The main theorems are as follows:

Theorem.  If  ZFC is consistent, then there is a model of  ZFC  whose modal logic of forcing and modal logic of grounds are both S4.2.

Theorem.  If  the theory “$L_\delta\prec L+\delta$ is inaccessible” is consistent, then there is a model of set theory whose modal logic of forcing is S4.2 and whose modal logic of grounds is S5.

Theorem.  If  the theory “$L_\delta\prec L+\delta$ is inaccessible” is consistent, then there is a model of set theory whose modal logic of forcing is S5 and whose modal logic of grounds is S4.2.

Theorem. There is no model of set theory such that both its modal logic of forcing and its modal logic of grounds are S5.

The current article is a brief extended abstract (10 pages).  A fuller account with more detailed proofs and further information will be provided in a subsequent articl

eprints:  ar$\chi$iv | NI12059-SAS | Hamburg #450

Brent Cody

Brent Cody earned his Ph.D. under my supervision at the CUNY Graduate Center in June, 2012.  Brent’s dissertation work began with the question of finding the exact consistency strength of the GCH failing at a cardinal $\theta$, when $\kappa$ is $\theta$-supercompact.  The answer turned out to be a $\theta$-supercompact cardinal that was also $\theta^{++}$-tall.  After this, he quickly dispatched more general instances of what he termed the Levinski property for a variety of other large cardinals, advancing his work towards a general investigation of the Easton theorem phenomenon in the large cardinal context, which he is now undertaking.  Brent held a post-doctoral position at the Fields Institute in Toronto, afterwards taking up a position at the University of Prince Edward Island.  He is now at Virginia Commonwealth University.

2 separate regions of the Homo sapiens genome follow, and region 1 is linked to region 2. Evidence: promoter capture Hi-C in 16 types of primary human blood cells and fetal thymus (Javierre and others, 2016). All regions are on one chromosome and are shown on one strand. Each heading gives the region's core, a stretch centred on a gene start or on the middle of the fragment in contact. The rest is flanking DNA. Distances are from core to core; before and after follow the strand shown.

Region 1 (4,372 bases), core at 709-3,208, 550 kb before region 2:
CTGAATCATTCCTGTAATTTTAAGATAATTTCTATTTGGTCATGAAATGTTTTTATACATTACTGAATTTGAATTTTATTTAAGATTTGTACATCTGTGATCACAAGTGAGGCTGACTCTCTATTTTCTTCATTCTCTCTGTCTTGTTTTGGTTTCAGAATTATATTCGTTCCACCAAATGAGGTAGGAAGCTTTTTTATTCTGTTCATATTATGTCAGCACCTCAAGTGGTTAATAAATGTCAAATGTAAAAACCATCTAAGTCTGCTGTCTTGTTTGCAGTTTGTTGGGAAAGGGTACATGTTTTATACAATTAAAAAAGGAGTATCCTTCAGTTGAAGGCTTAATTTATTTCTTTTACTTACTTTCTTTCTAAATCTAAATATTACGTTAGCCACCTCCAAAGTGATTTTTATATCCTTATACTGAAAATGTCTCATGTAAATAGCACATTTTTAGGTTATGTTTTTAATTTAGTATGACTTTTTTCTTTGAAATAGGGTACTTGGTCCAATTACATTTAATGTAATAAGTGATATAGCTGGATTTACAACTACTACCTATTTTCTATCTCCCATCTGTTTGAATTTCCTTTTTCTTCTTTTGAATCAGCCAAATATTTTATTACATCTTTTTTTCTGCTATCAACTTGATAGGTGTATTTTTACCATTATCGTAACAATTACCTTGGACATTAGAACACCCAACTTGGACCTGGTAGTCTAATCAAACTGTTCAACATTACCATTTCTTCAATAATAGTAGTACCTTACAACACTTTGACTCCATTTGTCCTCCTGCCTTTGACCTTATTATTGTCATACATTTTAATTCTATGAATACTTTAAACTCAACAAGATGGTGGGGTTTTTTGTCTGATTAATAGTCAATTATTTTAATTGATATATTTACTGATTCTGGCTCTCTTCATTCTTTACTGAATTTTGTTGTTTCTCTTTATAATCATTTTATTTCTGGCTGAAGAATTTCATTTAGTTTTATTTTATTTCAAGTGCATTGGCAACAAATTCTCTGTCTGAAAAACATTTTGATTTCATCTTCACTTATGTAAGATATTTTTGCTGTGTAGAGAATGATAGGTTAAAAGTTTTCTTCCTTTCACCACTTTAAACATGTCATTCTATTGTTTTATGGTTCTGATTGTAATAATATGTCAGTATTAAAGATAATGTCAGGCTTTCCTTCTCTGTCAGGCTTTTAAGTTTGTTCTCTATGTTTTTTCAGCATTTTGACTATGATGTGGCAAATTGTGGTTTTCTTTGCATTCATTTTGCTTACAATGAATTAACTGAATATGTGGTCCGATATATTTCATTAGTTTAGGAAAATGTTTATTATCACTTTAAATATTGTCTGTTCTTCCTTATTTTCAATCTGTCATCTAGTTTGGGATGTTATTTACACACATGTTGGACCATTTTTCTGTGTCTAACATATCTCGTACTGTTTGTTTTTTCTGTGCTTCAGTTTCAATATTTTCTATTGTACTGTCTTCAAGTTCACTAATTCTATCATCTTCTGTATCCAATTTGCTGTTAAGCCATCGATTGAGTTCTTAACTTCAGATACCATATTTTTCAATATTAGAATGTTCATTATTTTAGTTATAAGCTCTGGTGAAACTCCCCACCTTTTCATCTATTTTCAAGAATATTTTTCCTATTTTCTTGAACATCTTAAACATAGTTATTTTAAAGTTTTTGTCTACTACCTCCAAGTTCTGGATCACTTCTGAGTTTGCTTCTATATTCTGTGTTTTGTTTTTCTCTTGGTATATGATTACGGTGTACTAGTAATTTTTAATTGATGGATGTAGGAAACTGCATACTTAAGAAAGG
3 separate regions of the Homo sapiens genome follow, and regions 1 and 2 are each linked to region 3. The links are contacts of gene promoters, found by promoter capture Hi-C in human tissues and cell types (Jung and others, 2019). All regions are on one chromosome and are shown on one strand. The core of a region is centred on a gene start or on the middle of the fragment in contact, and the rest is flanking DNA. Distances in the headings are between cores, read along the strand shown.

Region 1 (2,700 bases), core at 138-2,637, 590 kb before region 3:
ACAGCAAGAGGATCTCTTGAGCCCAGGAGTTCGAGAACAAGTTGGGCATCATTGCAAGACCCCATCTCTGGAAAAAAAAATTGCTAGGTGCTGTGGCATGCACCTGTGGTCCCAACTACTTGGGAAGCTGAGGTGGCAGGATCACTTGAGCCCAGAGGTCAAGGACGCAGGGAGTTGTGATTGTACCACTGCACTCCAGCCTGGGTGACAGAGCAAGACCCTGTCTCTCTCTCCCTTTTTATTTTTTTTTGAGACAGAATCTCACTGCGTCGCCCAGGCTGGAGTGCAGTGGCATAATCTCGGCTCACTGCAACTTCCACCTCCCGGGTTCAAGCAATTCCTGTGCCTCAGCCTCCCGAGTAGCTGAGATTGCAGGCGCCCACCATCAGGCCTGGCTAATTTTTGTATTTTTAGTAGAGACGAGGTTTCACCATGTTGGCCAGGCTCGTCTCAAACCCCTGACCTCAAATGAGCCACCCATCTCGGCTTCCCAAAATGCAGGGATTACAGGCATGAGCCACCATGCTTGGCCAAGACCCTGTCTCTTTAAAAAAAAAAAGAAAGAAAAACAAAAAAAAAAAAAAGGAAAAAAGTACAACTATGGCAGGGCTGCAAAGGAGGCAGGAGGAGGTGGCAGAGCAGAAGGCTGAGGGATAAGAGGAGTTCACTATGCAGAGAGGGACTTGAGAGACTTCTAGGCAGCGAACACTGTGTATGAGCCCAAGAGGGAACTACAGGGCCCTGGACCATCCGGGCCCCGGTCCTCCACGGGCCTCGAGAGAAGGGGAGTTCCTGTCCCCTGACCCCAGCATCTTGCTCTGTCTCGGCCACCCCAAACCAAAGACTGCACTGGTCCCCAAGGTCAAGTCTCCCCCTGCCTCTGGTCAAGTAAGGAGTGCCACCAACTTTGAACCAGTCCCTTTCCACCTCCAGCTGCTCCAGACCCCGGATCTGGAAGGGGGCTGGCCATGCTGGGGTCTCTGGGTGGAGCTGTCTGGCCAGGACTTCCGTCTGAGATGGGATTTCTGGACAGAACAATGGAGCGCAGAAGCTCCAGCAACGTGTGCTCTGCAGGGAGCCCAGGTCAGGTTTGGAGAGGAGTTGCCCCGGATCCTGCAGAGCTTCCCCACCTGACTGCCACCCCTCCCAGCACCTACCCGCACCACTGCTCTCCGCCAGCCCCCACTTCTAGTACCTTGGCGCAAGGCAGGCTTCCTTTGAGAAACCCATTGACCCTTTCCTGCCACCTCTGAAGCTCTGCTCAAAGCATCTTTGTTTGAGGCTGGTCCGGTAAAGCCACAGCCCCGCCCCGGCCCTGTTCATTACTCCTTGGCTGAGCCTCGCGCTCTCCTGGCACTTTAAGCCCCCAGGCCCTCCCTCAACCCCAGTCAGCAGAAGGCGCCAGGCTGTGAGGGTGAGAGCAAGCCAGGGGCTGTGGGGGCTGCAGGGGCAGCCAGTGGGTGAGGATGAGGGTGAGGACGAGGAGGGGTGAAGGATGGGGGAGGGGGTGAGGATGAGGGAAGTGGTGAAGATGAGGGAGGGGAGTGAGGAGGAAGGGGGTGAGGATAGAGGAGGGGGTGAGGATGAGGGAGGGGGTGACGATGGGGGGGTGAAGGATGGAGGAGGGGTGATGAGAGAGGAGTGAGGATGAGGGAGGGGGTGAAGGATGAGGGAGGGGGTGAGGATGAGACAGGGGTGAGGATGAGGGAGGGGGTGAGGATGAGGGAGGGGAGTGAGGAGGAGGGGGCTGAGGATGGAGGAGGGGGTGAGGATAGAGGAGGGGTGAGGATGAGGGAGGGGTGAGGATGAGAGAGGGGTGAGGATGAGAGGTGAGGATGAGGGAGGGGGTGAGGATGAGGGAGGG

Brent Cody

web page | math genealogy | MathSciNet | ar$\chi$iv | related posts

Brent Cody, “Some Results on Large Cardinals and the Continuum Function,” Ph.D. dissertation for The Graduate Center of the City University of New York, June, 2012.

Abstract.  Given a Woodin cardinal $\delta$, I show that if $F$ is any Easton function with $F”\delta\subseteq\delta$ and GCH holds, then there is a cofinality preserving forcing extension in which $2^\gamma= F(\gamma)$ for each regular cardinal $\gamma<\delta$, and in which $\delta$ remains Woodin.

I also present a new example in which forcing a certain behavior of the continuum function on the regular cardinals, while preserving a given large cardinal, requires large cardinal strength beyond that of the original large cardinal under consideration. Specifically, I prove that the existence of a $\lambda$-supercompact cardinal $\kappa$ such that GCH fails at $\lambda$ is equiconsistent with the existence of a cardinal $\kappa$ that is $\lambda$-supercompact and $\lambda^{++}$-tall.